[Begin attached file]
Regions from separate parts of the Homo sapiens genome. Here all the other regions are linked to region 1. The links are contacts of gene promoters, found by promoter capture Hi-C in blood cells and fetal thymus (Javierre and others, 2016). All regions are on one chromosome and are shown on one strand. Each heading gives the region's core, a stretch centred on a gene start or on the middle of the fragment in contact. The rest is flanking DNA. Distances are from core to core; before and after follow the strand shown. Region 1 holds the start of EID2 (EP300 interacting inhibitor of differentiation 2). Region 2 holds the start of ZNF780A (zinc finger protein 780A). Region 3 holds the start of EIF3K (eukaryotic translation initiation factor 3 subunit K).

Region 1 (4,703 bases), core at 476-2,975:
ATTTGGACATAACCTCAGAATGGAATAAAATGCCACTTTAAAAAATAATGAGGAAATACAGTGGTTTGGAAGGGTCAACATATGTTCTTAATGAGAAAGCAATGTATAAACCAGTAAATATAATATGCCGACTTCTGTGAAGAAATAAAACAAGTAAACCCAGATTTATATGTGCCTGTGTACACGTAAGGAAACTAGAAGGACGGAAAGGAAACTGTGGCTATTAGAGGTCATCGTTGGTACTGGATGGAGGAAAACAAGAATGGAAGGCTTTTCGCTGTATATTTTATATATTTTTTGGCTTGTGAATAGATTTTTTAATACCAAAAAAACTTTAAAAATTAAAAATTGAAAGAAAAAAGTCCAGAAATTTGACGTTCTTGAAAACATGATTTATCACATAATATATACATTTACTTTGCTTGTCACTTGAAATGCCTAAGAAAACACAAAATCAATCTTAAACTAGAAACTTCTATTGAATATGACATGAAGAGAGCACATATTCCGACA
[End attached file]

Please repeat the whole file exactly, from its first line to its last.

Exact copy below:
Regions from separate parts of the Homo sapiens genome. Here all the other regions are linked to region 1. The links are contacts of gene promoters, found by promoter capture Hi-C in blood cells and fetal thymus (Javierre and others, 2016). All regions are on one chromosome and are shown on one strand. Each heading gives the region's core, a stretch centred on a gene start or on the middle of the fragment in contact. The rest is flanking DNA. Distances are from core to core; before and after follow the strand shown. Region 1 holds the start of EID2 (EP300 interacting inhibitor of differentiation 2). Region 2 holds the start of ZNF780A (zinc finger protein 780A). Region 3 holds the start of EIF3K (eukaryotic translation initiation factor 3 subunit K).

Region 1 (4,703 bases), core at 476-2,975:
ATTTGGACATAACCTCAGAATGGAATAAAATGCCACTTTAAAAAATAATGAGGAAATACAGTGGTTTGGAAGGGTCAACATATGTTCTTAATGAGAAAGCAATGTATAAACCAGTAAATATAATATGCCGACTTCTGTGAAGAAATAAAACAAGTAAACCCAGATTTATATGTGCCTGTGTACACGTAAGGAAACTAGAAGGACGGAAAGGAAACTGTGGCTATTAGAGGTCATCGTTGGTACTGGATGGAGGAAAACAAGAATGGAAGGCTTTTCGCTGTATATTTTATATATTTTTTGGCTTGTGAATAGATTTTTTAATACCAAAAAAACTTTAAAAATTAAAAATTGAAAGAAAAAAGTCCAGAAATTTGACGTTCTTGAAAACATGATTTATCACATAATATATACATTTACTTTGCTTGTCACTTGAAATGCCTAAGAAAACACAAAATCAATCTTAAACTAGAAACTTCTATTGAATATGACATGAAGAGAGCACATATTCCGACA